And how much do we know about diet? If you find human bones and chicken bones in a cave somewhere, you can infer that one person probably ate one chicken. But does that mean that eating chicken was common? And this new study suggests that some people processed plants a long time ago. But was that practice widespread?

  2. ” If you find human bones and chicken bones in a cave somewhere, you can infer that one person probably ate one chicken”

    How? they might have been vegetarians, eating only the eggs. or vegans and they were worshipping chickens ;)
    just saying, if you argue that you can’t infer anything from bones (regarding life expectancy), you can’t infer anything from chicken bones and human bones found in the same cave either.

  3. John, I’m both a scientist (know how to read scientific literature and separate out the crap) and a follower of the “paleo” diet (I don’t treat it as a religion like other people do). I wrote a rant about that article you mentioned and my wife reposted the rant on her blog over here: (http://knitfitter.blogspot.com/2010/10/guest-rant-did-paleo-man-eat-grains.html). I hope you’ll find it a much more well reasoned argument than the pseudoscience you’re referring to in your post.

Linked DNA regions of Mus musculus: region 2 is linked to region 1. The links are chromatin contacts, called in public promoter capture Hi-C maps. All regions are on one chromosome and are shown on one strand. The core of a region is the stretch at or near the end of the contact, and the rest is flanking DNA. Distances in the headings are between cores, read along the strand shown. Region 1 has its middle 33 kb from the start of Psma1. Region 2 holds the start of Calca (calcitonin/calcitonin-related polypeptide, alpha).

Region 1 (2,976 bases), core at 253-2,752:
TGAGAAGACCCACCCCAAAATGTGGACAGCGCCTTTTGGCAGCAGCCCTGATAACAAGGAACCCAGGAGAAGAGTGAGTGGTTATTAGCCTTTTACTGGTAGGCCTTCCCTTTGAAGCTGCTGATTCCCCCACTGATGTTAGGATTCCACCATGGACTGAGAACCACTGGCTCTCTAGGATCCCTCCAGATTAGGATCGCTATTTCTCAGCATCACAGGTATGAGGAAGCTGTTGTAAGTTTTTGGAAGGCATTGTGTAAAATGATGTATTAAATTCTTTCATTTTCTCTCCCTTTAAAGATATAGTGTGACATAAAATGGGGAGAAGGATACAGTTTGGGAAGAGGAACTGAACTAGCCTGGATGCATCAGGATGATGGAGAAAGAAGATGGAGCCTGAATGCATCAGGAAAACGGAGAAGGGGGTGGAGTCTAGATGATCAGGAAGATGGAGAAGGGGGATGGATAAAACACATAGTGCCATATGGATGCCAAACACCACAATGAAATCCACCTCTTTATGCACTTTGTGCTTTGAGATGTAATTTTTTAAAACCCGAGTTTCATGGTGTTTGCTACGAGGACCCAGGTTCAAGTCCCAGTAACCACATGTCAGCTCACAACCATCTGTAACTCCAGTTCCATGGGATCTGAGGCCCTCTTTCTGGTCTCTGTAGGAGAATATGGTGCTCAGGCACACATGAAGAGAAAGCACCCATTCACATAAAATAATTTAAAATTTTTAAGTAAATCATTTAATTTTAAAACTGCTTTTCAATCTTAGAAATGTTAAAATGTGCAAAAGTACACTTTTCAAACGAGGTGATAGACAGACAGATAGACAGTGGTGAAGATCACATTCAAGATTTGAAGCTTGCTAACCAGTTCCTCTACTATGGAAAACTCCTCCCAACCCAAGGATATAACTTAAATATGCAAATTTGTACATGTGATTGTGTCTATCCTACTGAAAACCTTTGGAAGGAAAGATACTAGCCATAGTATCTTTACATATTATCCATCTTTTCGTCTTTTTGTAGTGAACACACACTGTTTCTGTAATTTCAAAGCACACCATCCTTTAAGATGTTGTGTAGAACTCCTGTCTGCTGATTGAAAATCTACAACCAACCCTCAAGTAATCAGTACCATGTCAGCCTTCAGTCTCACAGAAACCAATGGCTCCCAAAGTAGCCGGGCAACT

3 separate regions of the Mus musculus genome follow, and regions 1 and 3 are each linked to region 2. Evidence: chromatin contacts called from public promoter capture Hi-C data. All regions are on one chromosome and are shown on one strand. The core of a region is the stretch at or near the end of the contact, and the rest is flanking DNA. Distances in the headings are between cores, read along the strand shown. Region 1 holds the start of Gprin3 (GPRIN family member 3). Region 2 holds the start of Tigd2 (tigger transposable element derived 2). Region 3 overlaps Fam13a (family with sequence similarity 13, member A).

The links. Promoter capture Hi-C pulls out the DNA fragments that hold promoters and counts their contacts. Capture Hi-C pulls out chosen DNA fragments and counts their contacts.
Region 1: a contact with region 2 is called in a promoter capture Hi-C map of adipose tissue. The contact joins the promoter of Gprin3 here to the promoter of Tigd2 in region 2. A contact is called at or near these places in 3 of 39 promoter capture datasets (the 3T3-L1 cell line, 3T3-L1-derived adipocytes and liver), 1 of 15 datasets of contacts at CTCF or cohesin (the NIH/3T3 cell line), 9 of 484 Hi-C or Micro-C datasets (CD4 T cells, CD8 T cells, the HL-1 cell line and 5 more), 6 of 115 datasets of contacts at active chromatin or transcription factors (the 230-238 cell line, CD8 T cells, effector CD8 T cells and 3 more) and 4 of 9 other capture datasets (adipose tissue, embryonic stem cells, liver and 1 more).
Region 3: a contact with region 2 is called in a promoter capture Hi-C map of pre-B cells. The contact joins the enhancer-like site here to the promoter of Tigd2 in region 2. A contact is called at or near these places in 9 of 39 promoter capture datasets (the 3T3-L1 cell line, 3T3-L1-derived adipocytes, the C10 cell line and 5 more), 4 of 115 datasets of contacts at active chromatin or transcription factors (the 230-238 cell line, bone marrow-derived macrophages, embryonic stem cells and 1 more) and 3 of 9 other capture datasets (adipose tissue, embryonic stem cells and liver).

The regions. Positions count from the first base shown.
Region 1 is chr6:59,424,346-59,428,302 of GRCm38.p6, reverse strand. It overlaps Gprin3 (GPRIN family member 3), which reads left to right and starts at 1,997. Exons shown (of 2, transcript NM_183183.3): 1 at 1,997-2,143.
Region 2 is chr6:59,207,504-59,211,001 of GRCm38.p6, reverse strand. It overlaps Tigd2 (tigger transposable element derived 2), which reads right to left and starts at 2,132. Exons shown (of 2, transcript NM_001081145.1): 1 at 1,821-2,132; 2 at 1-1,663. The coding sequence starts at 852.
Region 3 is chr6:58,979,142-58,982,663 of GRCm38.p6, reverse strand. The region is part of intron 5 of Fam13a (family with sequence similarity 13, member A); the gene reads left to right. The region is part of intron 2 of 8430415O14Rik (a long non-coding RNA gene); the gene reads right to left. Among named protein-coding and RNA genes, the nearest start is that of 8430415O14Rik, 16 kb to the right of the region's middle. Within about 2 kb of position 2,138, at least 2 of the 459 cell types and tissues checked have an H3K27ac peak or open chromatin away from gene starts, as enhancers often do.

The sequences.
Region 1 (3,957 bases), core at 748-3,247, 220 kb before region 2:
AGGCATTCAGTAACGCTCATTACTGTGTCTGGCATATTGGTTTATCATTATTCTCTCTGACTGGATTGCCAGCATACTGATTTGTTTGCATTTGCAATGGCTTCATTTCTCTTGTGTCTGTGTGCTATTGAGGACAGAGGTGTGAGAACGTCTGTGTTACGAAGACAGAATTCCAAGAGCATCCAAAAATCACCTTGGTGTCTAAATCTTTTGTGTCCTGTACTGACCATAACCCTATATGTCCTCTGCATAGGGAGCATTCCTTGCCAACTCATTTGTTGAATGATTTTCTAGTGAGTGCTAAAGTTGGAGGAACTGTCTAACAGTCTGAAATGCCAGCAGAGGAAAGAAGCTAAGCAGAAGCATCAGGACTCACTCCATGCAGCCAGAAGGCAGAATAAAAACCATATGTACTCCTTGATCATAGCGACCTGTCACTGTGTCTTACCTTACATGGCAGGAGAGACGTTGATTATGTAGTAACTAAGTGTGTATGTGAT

4. Just as bad as the paleo diet is Peter D’Adamo’s theory of eating appropriate to your (ABO) blood group, based on a classification of the human race into 13 ancestral races. It is horrible how people are subjected to this pseudo-scientific crap and confused about the vitally important subject of proper nutrition.

  5. Hi John,

    I think I know which paleo advocates you are annoyed by. FWIW, they do exercise their imagination a bit too much. I don’t subscribe to the Paleo movement entirely (I don’t even eat meat!) but do find many of the underlying principles quite sensible. Interval training does have a place in my fitness regimen as does eating as much real food as possible.

    IMO, the real tragedy is how nutrition is muddied up by vested interests. There is no doubt in my mind that carbs are harmful to some people (as in my case) and the oft-repeated whole-grain advice is deadly. Even the standard medical guidelines for CHD and Diabetes are suspect in light of new research. Yet, a vast majority of professionals who should know better are still engaged in harmful practices. I would think we should be more concerned at this aspect of our health management than the overly-enthusiastic Paleo advocates. I very much doubt that their practices are a danger to anybody notwithstanding their quirkiness.